Being present

So I taught a lesson tonight. It was a short introduction lesson for a group of intermediate-ish students in preparation for their being taught by our CELTA trainers. It’s a multiply purposed lesson: partly to induct the students into the college; partly to allow me to gauge the level of the students properly; and to provide the CELTA trainers with an observation of an experienced teacher.

The lesson is a take on a first lesson idea I’ve used for years: post a bunch of words or numbers on the board relating to me, and the students have to guess what they mean (for example 2 (children), Banbury (where I come from), New Zealand (where I lived for a year and would happily return), hobbies, and so on. It’s a bit of fun, and by asking students to draft questions to ask, you get a good idea of their technical understanding. In this case I follow it up with a bit of reading where I’ve written about myself and included some deliberate mistakes (“I come from Basingstoke, and have 3 children.”) which I ask students to identify. The students then talk about their own details in groups, and then write about themselves for homework.

It’s a fun lesson to teach, not least because it’s a proper show-off lesson: you know when it’s going to happen, how long it’s going to be, and it’s hard to resist putting on a bit of a show for the trainees. It’s a bit of an ego trip, and not just because the topic of the lesson is little old me.

But because of all this, I tend to put a lot into the lesson. And again, when I say a lot, I don’t mean “a lot of my swelteringly vile ego”, but rather a lot of energy and focus, which is interesting because I’ve been thinking a lot about that of late.

Where I work, you see, I’m not “just a teacher”. I have time off teaching to mentor and support colleagues, which is a profoundly rewarding role, but also one which can get, well, a bit adminny. Emails tend to be involved, records need to be kept, meetings held, and generally I have to think about stuff beyond the immediate concerns of the classes I teach. And this can be distracting: you can go into class worrying about a colleague, anxious about how you’re going to plan tomorrow morning’s class when you’ve got an afternoon of observations and mentoring meetings, things like that. It can, therefore, be quite hard to leave that at the classroom door, and so you can too easily end up being slightly absent from the lesson, in mind, rather than body.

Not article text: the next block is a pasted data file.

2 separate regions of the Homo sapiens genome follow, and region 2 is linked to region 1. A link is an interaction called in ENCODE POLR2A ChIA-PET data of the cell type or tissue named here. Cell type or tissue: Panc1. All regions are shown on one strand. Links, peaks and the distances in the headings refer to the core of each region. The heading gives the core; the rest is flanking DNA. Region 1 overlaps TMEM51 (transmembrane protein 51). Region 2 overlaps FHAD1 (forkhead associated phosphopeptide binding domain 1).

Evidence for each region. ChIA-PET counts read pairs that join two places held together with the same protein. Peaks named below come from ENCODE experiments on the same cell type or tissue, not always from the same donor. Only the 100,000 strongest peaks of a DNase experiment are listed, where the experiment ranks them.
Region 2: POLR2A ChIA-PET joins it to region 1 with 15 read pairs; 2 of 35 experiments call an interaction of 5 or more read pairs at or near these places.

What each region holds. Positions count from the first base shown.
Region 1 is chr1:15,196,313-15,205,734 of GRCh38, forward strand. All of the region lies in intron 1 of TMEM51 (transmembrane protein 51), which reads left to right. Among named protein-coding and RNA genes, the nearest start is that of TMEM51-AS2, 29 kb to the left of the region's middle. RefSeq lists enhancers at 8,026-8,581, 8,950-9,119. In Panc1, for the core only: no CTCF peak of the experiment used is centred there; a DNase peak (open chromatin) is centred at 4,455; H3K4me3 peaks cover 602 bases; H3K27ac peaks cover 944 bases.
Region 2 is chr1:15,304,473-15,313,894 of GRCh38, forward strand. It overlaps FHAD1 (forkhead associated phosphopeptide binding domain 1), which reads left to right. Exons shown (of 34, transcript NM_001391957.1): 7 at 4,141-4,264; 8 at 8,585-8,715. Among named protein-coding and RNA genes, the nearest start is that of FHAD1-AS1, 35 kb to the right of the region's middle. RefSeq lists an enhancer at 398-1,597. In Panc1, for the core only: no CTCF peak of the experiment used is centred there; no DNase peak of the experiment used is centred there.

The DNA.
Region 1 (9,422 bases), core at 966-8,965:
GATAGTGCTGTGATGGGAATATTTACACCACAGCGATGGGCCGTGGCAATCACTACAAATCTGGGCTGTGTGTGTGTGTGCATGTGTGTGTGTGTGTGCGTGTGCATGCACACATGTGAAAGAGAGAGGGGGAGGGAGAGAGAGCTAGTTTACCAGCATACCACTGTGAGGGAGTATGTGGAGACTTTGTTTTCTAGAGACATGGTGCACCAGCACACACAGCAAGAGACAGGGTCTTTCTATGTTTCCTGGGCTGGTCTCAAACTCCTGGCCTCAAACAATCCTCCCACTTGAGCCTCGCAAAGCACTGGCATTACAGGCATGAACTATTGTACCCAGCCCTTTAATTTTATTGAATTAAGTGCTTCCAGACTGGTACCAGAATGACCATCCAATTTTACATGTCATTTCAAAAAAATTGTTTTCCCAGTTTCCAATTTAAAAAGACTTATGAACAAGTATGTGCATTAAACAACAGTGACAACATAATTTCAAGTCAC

I’ve done it, I have to admit, although I’m sure I’m not the only one. However, what you realise really quickly is that if you are not entirely present in the lesson, working in the moment, then something is lost.

A tempting metaphor is that of spinning plates: you take your eye off the lesson and the whole thing comes crashing down. But with a bit of experience and/or planning, it is possible to produce an acceptable, workaday lesson that more or less teaches itself: the plates do keep spinning. But (if you’ll forgive my perilously stretched metaphor) the plates don’t spin quite as well. Learning happens, for sure, even if you are a bit distracted in the lesson, tempted away by the siren call of anxieties and stresses from the office end, but you miss all those splendid opportunities for learning that occur when you are properly paying attention.

You also miss reinvigorating yourself somewhat. Take this evening’s lesson, for example. It was at the far end of a long day which had started with a 5am wake up with a poorly child, followed by a visit to the hospital (he’s ok now, thanks for asking) and prior to the lesson, I was basically running on empty. Coffee, lots of coffee, and some rather lovely jalebi was barely keeping me going.

It sounds daft, I know, but whether it was the coffee and the sugary fried deliciousness, but I definitely perked up in the classroom and not because I coasted and let it just happen, but because I was very much “in” the lesson; by which I mean focussed on, and listening to the students, reacting to their comments, noticing their errors and their achievements, and creating learning out of that as much as out of the lesson aims.

But I’m not recommending this because it was reinvigorating: the secret to my youthful skin is not teaching, after all. I’m recommending it because it’s what makes a lesson good, even excellent. You’re not going through the motions, merely following the lesson, but rather you are manipulating the lesson, and the only way you can do it is to be properly in the lesson.

And on that slightly delirious note, I’m off to bed.


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